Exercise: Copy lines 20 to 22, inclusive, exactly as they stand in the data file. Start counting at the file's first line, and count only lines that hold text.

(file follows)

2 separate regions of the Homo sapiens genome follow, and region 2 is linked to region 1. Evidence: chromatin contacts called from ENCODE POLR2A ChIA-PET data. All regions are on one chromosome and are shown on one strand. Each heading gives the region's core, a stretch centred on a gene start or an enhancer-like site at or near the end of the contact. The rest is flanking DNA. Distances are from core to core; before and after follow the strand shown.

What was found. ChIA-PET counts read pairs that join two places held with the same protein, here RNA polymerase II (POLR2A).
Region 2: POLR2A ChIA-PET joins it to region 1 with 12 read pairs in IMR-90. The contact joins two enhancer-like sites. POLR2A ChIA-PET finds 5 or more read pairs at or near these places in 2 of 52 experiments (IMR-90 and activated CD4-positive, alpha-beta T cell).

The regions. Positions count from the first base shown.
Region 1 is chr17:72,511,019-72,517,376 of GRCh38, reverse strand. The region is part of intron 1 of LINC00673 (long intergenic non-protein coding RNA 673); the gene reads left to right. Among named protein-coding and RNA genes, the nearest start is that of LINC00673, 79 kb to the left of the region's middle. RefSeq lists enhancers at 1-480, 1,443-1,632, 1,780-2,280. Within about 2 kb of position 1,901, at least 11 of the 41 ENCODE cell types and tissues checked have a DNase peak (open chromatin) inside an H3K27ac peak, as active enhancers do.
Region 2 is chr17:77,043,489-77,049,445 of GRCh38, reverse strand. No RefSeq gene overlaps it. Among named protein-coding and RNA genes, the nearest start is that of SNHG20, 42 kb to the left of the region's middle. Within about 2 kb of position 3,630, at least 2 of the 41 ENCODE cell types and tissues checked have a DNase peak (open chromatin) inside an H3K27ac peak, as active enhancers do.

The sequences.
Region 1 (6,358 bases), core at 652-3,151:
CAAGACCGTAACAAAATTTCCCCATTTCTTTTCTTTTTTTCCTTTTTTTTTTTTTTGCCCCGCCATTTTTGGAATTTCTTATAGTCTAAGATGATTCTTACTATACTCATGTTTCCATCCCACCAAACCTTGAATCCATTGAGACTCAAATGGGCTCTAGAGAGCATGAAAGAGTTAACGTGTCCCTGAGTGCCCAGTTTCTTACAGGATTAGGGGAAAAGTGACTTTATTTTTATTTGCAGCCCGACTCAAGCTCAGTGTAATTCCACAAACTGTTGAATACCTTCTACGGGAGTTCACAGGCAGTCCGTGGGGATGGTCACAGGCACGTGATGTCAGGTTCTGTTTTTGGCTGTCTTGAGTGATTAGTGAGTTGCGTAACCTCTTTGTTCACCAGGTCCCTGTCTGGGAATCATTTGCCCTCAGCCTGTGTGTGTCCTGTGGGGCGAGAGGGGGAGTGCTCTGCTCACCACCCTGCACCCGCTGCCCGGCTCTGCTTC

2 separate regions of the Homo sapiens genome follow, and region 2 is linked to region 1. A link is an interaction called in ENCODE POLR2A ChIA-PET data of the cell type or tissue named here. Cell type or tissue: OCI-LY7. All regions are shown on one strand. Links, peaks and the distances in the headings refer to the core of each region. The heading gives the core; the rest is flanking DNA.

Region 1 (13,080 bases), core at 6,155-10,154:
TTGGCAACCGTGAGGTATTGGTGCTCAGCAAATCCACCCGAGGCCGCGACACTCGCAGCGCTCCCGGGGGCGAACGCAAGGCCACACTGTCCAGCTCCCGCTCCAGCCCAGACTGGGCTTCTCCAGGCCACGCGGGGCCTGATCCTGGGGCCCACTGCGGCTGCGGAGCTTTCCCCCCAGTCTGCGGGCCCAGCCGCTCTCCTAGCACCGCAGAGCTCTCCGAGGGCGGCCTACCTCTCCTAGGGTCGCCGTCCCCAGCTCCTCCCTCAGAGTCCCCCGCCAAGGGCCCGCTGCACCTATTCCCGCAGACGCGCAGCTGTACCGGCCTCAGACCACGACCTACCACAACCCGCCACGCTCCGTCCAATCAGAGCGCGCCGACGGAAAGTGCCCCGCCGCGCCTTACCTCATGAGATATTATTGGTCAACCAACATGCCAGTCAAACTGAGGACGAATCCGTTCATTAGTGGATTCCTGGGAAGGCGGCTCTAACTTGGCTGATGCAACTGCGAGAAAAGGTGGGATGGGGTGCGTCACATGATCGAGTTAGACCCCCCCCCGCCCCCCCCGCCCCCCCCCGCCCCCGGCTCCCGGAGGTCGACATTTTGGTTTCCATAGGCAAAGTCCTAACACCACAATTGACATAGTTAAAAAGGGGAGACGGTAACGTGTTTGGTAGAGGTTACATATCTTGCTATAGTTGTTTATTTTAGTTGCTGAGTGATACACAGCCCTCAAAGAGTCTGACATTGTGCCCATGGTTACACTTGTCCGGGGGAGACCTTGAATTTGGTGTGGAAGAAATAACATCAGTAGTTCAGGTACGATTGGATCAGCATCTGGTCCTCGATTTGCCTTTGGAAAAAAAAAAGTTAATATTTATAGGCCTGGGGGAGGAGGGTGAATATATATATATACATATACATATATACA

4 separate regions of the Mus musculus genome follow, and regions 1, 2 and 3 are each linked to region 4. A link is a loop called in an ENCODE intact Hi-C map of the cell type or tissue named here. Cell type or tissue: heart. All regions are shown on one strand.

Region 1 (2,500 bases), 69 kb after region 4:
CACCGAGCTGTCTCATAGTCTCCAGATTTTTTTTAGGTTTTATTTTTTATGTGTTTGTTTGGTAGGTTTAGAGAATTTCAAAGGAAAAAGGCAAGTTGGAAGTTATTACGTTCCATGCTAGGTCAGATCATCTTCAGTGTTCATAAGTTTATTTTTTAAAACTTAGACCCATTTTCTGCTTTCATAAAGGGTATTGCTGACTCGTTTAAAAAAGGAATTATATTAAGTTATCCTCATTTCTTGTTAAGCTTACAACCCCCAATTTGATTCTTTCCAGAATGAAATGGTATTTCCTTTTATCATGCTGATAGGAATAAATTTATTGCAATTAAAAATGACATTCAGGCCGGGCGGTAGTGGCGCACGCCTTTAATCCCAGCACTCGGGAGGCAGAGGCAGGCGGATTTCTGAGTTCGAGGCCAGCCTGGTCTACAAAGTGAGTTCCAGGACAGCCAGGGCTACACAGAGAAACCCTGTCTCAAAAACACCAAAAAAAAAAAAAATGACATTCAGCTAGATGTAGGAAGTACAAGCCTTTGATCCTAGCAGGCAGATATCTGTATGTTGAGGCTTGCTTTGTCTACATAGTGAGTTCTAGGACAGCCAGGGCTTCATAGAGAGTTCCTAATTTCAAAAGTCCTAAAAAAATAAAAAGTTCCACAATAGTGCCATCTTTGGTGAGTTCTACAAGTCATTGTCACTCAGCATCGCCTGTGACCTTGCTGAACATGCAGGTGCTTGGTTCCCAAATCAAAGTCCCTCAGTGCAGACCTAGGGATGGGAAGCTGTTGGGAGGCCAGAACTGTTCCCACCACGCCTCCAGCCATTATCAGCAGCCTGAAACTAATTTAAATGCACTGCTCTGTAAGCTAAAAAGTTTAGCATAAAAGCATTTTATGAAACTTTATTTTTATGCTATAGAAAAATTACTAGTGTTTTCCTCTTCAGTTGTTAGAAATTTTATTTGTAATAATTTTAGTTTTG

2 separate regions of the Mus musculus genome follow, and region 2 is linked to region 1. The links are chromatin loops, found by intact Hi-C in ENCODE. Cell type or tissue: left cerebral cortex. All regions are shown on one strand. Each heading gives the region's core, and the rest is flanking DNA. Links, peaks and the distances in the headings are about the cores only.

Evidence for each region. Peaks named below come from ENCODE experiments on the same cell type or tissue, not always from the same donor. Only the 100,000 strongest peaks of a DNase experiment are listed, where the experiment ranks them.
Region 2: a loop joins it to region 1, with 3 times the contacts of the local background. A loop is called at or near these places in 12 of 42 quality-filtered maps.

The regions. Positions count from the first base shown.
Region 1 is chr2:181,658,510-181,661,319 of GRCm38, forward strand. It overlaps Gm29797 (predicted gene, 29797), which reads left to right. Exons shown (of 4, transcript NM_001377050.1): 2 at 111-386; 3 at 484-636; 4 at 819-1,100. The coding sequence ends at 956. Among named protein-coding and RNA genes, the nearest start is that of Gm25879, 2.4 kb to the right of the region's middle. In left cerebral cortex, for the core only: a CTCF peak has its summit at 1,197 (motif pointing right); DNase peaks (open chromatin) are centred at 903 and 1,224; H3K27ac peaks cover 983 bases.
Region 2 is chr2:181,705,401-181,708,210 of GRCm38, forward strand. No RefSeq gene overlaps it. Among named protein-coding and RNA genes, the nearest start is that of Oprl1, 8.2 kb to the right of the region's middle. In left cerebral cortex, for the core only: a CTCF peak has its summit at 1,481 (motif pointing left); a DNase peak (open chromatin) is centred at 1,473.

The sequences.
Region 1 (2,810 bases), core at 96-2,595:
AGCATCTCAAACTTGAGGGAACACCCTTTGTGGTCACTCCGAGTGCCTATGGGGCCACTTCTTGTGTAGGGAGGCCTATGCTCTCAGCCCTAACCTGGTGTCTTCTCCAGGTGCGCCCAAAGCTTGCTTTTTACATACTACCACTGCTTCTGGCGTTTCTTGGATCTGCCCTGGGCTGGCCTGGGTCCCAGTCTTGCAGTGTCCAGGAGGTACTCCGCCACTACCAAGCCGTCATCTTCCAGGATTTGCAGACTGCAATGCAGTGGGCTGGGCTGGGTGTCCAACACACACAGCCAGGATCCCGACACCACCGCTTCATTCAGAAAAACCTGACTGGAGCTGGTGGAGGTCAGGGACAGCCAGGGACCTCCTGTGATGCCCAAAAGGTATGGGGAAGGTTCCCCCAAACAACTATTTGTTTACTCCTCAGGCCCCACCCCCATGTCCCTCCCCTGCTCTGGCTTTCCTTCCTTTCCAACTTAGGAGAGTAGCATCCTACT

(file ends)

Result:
Region 1 is chr2:181,658,510-181,661,319 of GRCm38, forward strand. It overlaps Gm29797 (predicted gene, 29797), which reads left to right. Exons shown (of 4, transcript NM_001377050.1): 2 at 111-386; 3 at 484-636; 4 at 819-1,100. The coding sequence ends at 956. Among named protein-coding and RNA genes, the nearest start is that of Gm25879, 2.4 kb to the right of the region's middle. In left cerebral cortex, for the core only: a CTCF peak has its summit at 1,197 (motif pointing right); DNase peaks (open chromatin) are centred at 903 and 1,224; H3K27ac peaks cover 983 bases.
Region 2 is chr2:181,705,401-181,708,210 of GRCm38, forward strand. No RefSeq gene overlaps it. Among named protein-coding and RNA genes, the nearest start is that of Oprl1, 8.2 kb to the right of the region's middle. In left cerebral cortex, for the core only: a CTCF peak has its summit at 1,481 (motif pointing left); a DNase peak (open chromatin) is centred at 1,473.

The sequences.